[1974] The Towering Inferno

In the “normal” course of a “normal” person’s “normal” morning or evening, things happen both to and around the individual . These things are stimuli of various levels of control. In some instances, the individual acts on a thing that directly affects his or her environment and other times things happen in quick succession outside of anyone’s direct control. As living creatures, humans react and respond to external stimuli either consciously, unconsciously, or subconsciously, and as rational beings some among humans understand the relationship among many causes and effects, feedback loops, iterations, and dead-ends. Enlightenment via order is certainly a waste of precious time considering that we float through space with the capriciousness of the things that happen to us and to everyone else. To wrangle is to fight entropy – a natural state of chaos and disorder. This is true, normality is a subsection of chaos. The “normal” accident, then, is one of a confluence of seemingly random happenings en route to disaster. Thus simplifies the premise of The Towering Inferno.

The film itself is straight-forward, but seems to stall for about two hours in between the introduction of the problem and the eventual resolution. An as-of-yet-to-be detected fire starts in an inconspicuous closet on a single floor of over a hundred, and because of dramatic necessity, the whole building bursts into flames while hundreds of people panic 50 floors up. The story weaves through character profiles whose motivations do not really matter, so the sense of urgency falls somewhat flat, and whose outcomes feel random – normal even. Both Steve McQueen and Paul Newman vie for the audience’s affections, and mostly succeed, though they both seem to want this love in its entirety. Fred Astaire makes a legacy performance worthy of an Oscar, Jennifer Jones exits on a high note, and O.J. Simpson practiced his own peculiar brand of acting, for which he would soon become infamous. Together, this ensemble cast in this situation should have made The Towering Inferno an exciting and enjoyable watch. Normally, it would have been, but the specifics behind the scenes somewhat doomed this picture to bloat and disorder.  Continue reading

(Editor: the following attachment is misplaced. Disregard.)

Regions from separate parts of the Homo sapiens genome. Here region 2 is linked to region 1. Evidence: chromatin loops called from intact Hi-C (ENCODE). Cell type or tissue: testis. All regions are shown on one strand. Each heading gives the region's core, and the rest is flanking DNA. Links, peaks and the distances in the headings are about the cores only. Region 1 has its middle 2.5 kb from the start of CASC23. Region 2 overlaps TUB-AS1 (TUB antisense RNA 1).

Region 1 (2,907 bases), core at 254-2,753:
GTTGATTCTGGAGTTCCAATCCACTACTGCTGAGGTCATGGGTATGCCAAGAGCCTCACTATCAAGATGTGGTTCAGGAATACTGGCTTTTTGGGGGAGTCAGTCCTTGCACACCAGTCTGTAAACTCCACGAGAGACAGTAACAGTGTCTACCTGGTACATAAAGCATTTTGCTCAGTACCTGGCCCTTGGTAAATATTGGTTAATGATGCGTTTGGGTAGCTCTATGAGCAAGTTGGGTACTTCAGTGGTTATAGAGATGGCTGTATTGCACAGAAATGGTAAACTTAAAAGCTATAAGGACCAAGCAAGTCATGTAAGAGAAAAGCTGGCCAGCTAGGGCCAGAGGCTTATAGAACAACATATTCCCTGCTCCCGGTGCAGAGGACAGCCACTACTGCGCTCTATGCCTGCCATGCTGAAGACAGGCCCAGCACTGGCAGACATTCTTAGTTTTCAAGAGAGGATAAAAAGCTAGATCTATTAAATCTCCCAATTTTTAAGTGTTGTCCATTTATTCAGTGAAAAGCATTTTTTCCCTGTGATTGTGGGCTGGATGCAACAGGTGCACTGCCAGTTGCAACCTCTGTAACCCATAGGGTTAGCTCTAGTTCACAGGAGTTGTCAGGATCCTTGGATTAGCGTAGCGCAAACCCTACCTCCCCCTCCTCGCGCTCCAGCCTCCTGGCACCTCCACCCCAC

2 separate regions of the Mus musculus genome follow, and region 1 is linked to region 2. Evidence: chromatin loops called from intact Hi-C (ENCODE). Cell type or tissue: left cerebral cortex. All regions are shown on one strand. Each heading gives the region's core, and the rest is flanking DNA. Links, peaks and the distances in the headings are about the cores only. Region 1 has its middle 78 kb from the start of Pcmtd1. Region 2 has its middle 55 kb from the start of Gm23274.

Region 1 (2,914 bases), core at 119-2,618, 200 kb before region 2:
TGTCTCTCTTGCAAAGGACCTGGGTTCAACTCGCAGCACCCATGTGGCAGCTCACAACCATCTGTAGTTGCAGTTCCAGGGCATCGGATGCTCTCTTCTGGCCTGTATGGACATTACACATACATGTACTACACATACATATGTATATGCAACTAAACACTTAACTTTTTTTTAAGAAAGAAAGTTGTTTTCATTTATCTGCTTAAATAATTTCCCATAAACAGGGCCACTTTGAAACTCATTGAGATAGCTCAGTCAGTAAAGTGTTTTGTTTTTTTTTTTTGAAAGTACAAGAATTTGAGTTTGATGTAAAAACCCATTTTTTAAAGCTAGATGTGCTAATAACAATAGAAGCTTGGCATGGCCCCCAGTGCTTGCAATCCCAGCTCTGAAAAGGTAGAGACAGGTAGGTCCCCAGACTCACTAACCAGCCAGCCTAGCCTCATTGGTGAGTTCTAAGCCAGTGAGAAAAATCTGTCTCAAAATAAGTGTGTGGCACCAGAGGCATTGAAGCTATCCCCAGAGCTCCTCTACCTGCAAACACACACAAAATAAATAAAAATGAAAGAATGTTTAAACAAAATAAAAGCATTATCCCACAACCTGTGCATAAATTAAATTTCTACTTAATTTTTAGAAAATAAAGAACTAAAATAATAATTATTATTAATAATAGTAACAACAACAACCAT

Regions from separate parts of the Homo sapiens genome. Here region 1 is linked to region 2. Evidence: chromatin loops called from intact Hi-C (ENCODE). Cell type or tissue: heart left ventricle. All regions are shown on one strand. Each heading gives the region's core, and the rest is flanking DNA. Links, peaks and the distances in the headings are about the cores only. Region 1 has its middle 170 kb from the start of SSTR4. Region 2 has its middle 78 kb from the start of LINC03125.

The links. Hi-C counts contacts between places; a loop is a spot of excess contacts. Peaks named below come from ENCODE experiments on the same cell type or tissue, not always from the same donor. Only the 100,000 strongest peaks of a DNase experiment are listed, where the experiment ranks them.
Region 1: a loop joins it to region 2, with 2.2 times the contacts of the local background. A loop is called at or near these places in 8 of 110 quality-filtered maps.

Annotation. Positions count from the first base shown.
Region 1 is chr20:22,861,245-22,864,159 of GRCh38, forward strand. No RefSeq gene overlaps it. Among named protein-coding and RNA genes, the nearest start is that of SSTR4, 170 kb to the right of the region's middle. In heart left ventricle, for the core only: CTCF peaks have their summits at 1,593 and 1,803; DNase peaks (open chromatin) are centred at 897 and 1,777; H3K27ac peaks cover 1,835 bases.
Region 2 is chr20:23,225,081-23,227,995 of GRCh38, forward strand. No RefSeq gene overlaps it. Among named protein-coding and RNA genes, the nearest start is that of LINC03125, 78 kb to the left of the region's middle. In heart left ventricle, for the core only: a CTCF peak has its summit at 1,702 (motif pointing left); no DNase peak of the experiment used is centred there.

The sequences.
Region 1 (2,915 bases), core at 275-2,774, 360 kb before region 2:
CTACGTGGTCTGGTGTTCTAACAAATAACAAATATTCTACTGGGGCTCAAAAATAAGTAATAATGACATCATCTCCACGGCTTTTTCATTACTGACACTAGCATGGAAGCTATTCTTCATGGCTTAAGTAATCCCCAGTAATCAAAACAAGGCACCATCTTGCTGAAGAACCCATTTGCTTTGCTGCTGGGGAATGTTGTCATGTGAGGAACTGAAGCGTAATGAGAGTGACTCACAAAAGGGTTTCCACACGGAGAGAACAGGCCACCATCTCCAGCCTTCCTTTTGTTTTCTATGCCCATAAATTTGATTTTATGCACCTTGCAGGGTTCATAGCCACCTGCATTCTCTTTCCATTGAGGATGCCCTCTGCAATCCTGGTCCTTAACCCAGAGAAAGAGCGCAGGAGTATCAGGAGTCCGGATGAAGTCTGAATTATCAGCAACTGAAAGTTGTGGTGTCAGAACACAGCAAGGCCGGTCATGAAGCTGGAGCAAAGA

[1974] Chinatown

I broke my own rule on this one because I’d seen this film a few times before. But they’re my “rules” and, truthfully, it doesn’t matter, because I was interested in taking this film on as a corollary to my education as an urban planner. A professor of mine had mentioned in passing that Chinatown was the best “planning” movie ever made. If I can extrapolate a little further, what Professor Landis meant was more along the lines of “Chinatown is the best movie ever made in an urban setting whose main plot piece revolves around zoning and water/land use,” two issues dear to every urbanist’s heart. To the passing urbanist – an effete young worker in a sea of tall buildings and traffic congestion – issues of environmental justice and invisible infrastructure mean very little, yet are continuously essential to the maintenance of a thriving city. Most movies assume the standardization of the proxy: by translating the image of what the reader knows to frame the story onto the screen, there exists no need to redefine the space. This is the very fact upon which “dystopian” story exploits. Chinatown is not set in a dystopia – in fact the very opposite.

What makes Chinatown so lauded and versatile is its complete indulgence in verisimilitude. Truthiness and embedded authenticity therein is often understandably relaxed (by both the film maker and by the reader of a work of art) to serve the higher purpose to entertain; and that’s fine. But Chinatown is doggedly determined to exploit truth in the face of the story to give it the semblance of real life, working in tandem with the urban(e) truths of city building benefiting the few at the expense of so many. The “justice” in environmental justice provides the motivation for several of the characters to act as they do. Planners are intimately (or should be) entwined in creating a space for the benefit of every aspect of city life and even informally trained planners (read: humans) understand this concept, whatever they may exude in conversation or in ideology. This movie displays in perfect cacophony the levels to which people will elevate to indulge delusion of this concept. That’s what makes the famous quote “Forget it, Jake, it’s Chinatown” so anti-dramatic.  Continue reading